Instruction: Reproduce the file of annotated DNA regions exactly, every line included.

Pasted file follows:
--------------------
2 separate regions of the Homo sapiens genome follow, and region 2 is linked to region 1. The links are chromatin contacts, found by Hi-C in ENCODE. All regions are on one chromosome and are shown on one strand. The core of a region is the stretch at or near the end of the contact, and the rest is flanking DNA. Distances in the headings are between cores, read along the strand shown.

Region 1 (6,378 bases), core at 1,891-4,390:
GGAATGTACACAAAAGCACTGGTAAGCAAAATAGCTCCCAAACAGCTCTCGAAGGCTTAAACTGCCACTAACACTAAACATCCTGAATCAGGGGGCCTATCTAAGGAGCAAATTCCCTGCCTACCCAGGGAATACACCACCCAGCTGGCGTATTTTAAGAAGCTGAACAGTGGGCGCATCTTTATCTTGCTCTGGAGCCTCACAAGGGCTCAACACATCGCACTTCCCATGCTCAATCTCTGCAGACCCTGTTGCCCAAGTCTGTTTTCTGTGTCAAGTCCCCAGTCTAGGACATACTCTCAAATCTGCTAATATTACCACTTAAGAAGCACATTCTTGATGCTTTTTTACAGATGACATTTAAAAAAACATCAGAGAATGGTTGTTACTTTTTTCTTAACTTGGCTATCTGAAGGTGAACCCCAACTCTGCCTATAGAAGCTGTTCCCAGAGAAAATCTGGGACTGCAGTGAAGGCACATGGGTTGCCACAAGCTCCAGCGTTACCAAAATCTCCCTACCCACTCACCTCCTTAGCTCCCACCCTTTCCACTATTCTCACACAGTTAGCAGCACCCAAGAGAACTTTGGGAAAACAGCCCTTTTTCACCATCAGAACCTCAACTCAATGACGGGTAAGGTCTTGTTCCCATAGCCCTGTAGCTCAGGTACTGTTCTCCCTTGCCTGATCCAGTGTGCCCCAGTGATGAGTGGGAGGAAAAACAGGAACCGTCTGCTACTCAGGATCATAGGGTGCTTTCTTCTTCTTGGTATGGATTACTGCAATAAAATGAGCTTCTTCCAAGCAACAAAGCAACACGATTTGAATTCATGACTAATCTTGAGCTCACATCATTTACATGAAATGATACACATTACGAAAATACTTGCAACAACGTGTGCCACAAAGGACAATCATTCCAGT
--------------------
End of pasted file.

2 separate regions of the Homo sapiens genome follow, and region 2 is linked to region 1. The links are chromatin contacts, found by Hi-C in ENCODE. All regions are on one chromosome and are shown on one strand. The core of a region is the stretch at or near the end of the contact, and the rest is flanking DNA. Distances in the headings are between cores, read along the strand shown.

Region 1 (6,378 bases), core at 1,891-4,390:
GGAATGTACACAAAAGCACTGGTAAGCAAAATAGCTCCCAAACAGCTCTCGAAGGCTTAAACTGCCACTAACACTAAACATCCTGAATCAGGGGGCCTATCTAAGGAGCAAATTCCCTGCCTACCCAGGGAATACACCACCCAGCTGGCGTATTTTAAGAAGCTGAACAGTGGGCGCATCTTTATCTTGCTCTGGAGCCTCACAAGGGCTCAACACATCGCACTTCCCATGCTCAATCTCTGCAGACCCTGTTGCCCAAGTCTGTTTTCTGTGTCAAGTCCCCAGTCTAGGACATACTCTCAAATCTGCTAATATTACCACTTAAGAAGCACATTCTTGATGCTTTTTTACAGATGACATTTAAAAAAACATCAGAGAATGGTTGTTACTTTTTTCTTAACTTGGCTATCTGAAGGTGAACCCCAACTCTGCCTATAGAAGCTGTTCCCAGAGAAAATCTGGGACTGCAGTGAAGGCACATGGGTTGCCACAAGCTCCAGCGTTACCAAAATCTCCCTACCCACTCACCTCCTTAGCTCCCACCCTTTCCACTATTCTCACACAGTTAGCAGCACCCAAGAGAACTTTGGGAAAACAGCCCTTTTTCACCATCAGAACCTCAACTCAATGACGGGTAAGGTCTTGTTCCCATAGCCCTGTAGCTCAGGTACTGTTCTCCCTTGCCTGATCCAGTGTGCCCCAGTGATGAGTGGGAGGAAAAACAGGAACCGTCTGCTACTCAGGATCATAGGGTGCTTTCTTCTTCTTGGTATGGATTACTGCAATAAAATGAGCTTCTTCCAAGCAACAAAGCAACACGATTTGAATTCATGACTAATCTTGAGCTCACATCATTTACATGAAATGATACACATTACGAAAATACTTGCAACAACGTGTGCCACAAAGGACAATCATTCCAGT